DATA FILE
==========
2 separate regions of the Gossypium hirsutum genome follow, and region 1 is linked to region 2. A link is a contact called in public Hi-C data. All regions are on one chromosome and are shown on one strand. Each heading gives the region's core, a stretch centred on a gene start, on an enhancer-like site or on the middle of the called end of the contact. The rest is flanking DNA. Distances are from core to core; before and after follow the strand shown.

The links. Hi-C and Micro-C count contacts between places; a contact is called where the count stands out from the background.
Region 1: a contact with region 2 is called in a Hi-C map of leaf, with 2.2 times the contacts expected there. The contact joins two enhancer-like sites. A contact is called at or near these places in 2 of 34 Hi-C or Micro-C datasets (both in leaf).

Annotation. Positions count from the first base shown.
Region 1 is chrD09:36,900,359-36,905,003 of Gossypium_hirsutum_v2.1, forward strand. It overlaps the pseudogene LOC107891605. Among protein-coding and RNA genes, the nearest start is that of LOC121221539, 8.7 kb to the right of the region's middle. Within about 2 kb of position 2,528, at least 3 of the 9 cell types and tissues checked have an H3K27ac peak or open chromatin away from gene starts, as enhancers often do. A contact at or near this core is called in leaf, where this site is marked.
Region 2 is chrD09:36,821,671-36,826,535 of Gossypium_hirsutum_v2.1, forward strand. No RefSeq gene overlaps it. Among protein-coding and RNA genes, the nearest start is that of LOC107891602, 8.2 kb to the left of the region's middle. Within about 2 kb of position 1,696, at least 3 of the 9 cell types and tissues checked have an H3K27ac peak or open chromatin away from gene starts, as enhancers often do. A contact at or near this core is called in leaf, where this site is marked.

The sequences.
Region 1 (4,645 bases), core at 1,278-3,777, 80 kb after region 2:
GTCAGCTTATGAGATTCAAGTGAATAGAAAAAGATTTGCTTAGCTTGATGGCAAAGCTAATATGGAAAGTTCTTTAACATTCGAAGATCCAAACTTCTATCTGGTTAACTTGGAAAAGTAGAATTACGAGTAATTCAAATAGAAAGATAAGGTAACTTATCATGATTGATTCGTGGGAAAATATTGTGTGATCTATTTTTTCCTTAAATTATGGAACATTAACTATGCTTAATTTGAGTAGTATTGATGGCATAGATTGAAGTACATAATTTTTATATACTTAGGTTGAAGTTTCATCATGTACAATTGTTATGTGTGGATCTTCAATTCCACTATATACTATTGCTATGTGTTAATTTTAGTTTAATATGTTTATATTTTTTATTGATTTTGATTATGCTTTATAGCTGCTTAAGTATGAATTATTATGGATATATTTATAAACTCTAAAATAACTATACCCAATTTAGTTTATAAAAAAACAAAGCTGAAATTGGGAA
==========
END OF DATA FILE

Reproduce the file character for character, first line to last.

2 separate regions of the Gossypium hirsutum genome follow, and region 1 is linked to region 2. A link is a contact called in public Hi-C data. All regions are on one chromosome and are shown on one strand. Each heading gives the region's core, a stretch centred on a gene start, on an enhancer-like site or on the middle of the called end of the contact. The rest is flanking DNA. Distances are from core to core; before and after follow the strand shown.

The links. Hi-C and Micro-C count contacts between places; a contact is called where the count stands out from the background.
Region 1: a contact with region 2 is called in a Hi-C map of leaf, with 2.2 times the contacts expected there. The contact joins two enhancer-like sites. A contact is called at or near these places in 2 of 34 Hi-C or Micro-C datasets (both in leaf).

Annotation. Positions count from the first base shown.
Region 1 is chrD09:36,900,359-36,905,003 of Gossypium_hirsutum_v2.1, forward strand. It overlaps the pseudogene LOC107891605. Among protein-coding and RNA genes, the nearest start is that of LOC121221539, 8.7 kb to the right of the region's middle. Within about 2 kb of position 2,528, at least 3 of the 9 cell types and tissues checked have an H3K27ac peak or open chromatin away from gene starts, as enhancers often do. A contact at or near this core is called in leaf, where this site is marked.
Region 2 is chrD09:36,821,671-36,826,535 of Gossypium_hirsutum_v2.1, forward strand. No RefSeq gene overlaps it. Among protein-coding and RNA genes, the nearest start is that of LOC107891602, 8.2 kb to the left of the region's middle. Within about 2 kb of position 1,696, at least 3 of the 9 cell types and tissues checked have an H3K27ac peak or open chromatin away from gene starts, as enhancers often do. A contact at or near this core is called in leaf, where this site is marked.

The sequences.
Region 1 (4,645 bases), core at 1,278-3,777, 80 kb after region 2:
GTCAGCTTATGAGATTCAAGTGAATAGAAAAAGATTTGCTTAGCTTGATGGCAAAGCTAATATGGAAAGTTCTTTAACATTCGAAGATCCAAACTTCTATCTGGTTAACTTGGAAAAGTAGAATTACGAGTAATTCAAATAGAAAGATAAGGTAACTTATCATGATTGATTCGTGGGAAAATATTGTGTGATCTATTTTTTCCTTAAATTATGGAACATTAACTATGCTTAATTTGAGTAGTATTGATGGCATAGATTGAAGTACATAATTTTTATATACTTAGGTTGAAGTTTCATCATGTACAATTGTTATGTGTGGATCTTCAATTCCACTATATACTATTGCTATGTGTTAATTTTAGTTTAATATGTTTATATTTTTTATTGATTTTGATTATGCTTTATAGCTGCTTAAGTATGAATTATTATGGATATATTTATAAACTCTAAAATAACTATACCCAATTTAGTTTATAAAAAAACAAAGCTGAAATTGGGAA